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Strictly speaking, it isn’t entirely Mr. McCarthy’s fault that his conference is chock-full of MAGA chaos monkeys with zero interest in legislating. But it is on him that, in scrounging up the votes last winter to become speaker, he made all kinds of concessions to a cadre of those wing nuts. He promised to give priority to their issues, like refusing to raise the debt ceiling without forcing commensurate spending cuts. And he gave them seats on influential committees that increased their negotiating leverage and ability to make mischief. It was as though Mr. McCarthy were trying to engineer the most dysfunctional conference imaginable. Mission accomplished.

Further killing the conference’s vibe: Investigation-palooza has been a bit of a flop so far. It’s not that the grand inquisitors on the Oversight Committee and other panels aren’t working hard. They’re issuing subpoenas, conducting interviews, scheduling hearings and all the usual rigmarole. They just don’t yet have anything much to show for all that effort.

The Select Subcommittee on the Weaponization of the Federal Government, helmed by the chronically belligerent Jim Jordan, has drawn particular criticism, especially after its first hearing fizzled in February. This, predictably, has made Mr. Jordan only more determined than ever to find someone in the anti-MAGA Deep State to blame for something. He requested more funding for his work. He pledged to send out a slew of new subpoenas. In recent weeks, he has even begun meddling in the Manhattan district attorney’s investigation into Donald Trump’s porn-star payoff imbroglio. So much fury. So little progress.

Some observers posit that the investigators are suffering from a lack of focus. Others say they just need time to adjust to being in the majority. Still others have blamed staffing issues, turf battles and even Mr. Jordan’s leadership style.

But clearly part of the problem is that Republican lawmakers overinflated the expectations of their voters. During last year’s midterms, the G.O.P. faithful were promised that a Republican-run House would deliver smoking guns and White House officials in cuffs — maybe even the president’s son! The base wants those things right now, and it is in no mood to be patient.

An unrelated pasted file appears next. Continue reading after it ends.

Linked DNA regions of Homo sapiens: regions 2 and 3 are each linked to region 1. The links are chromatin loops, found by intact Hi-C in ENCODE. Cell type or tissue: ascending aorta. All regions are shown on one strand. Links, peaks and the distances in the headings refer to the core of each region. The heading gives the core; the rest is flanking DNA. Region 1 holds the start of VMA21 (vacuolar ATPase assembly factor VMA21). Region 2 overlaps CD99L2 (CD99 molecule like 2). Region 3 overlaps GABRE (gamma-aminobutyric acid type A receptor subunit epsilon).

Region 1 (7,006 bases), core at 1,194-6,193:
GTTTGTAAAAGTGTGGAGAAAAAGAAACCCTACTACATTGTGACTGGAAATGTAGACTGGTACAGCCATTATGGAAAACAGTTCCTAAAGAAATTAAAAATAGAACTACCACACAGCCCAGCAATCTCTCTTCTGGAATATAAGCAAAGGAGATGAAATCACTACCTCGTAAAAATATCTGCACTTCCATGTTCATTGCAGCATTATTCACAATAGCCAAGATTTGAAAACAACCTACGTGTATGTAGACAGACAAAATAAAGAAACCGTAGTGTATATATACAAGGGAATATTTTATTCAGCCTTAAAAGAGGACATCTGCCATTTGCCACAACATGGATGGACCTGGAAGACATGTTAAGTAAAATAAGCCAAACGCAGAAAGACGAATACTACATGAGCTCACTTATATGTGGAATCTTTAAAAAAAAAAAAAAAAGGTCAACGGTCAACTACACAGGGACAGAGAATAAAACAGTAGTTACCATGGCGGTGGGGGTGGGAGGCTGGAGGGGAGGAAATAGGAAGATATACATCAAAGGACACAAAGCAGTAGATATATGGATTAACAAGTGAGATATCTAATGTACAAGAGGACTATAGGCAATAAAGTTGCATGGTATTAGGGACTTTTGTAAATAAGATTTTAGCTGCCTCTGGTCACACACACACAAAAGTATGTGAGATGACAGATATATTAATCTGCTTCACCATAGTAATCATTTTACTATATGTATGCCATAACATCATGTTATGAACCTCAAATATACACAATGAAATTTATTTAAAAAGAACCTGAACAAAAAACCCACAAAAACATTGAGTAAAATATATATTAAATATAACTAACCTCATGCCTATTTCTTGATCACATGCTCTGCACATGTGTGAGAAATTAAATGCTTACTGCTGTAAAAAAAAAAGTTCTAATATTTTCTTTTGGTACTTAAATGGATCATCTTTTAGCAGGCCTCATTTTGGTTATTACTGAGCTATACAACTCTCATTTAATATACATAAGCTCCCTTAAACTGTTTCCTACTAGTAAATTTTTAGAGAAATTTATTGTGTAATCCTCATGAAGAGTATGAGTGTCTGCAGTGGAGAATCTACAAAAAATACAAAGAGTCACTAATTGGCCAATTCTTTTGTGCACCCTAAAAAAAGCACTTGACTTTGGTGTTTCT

“All of us hear from constituents that they’re very anxious for results,” Mike Johnson, a member of the Republican leadership, told Politico recently. Last month, Fox News’s Jesse Watters channeled this boiling anxiety into a glorious on-air meltdown: “Make me feel better, guys. Tell me this is going somewhere. Can I throw someone in prison? Can someone go to jail? Can someone get fined?”

In Republicans’ defense, Mr. McCarthy’s predecessor, Nancy Pelosi, made running the House look deceptively easy, even when dealing with her own narrow majority. But Ms. Pelosi was a once-in-a-generation leader with a rare gift for herding the cats. Mr. McCarthy and his crew, by contrast, look more like the dog that caught the car.

This does not bode well for looming debates over crucial issues such as raising the debt ceiling. The things House Republicans have shown themselves adept at — stunts, standoffs and shutdowns — aren’t all that useful for hammering out deals. McCarthy & Company appear to be rolling into important negotiations with no clear direction beyond thwarting the Democrats. This might delight the warriors in the party’s base, but it would serve the American people poorly.

[Michelle Cottle is a member of the Times editorial board, focusing on U.S. politics. She has covered Washington and politics since the Clinton administration. @mcottle]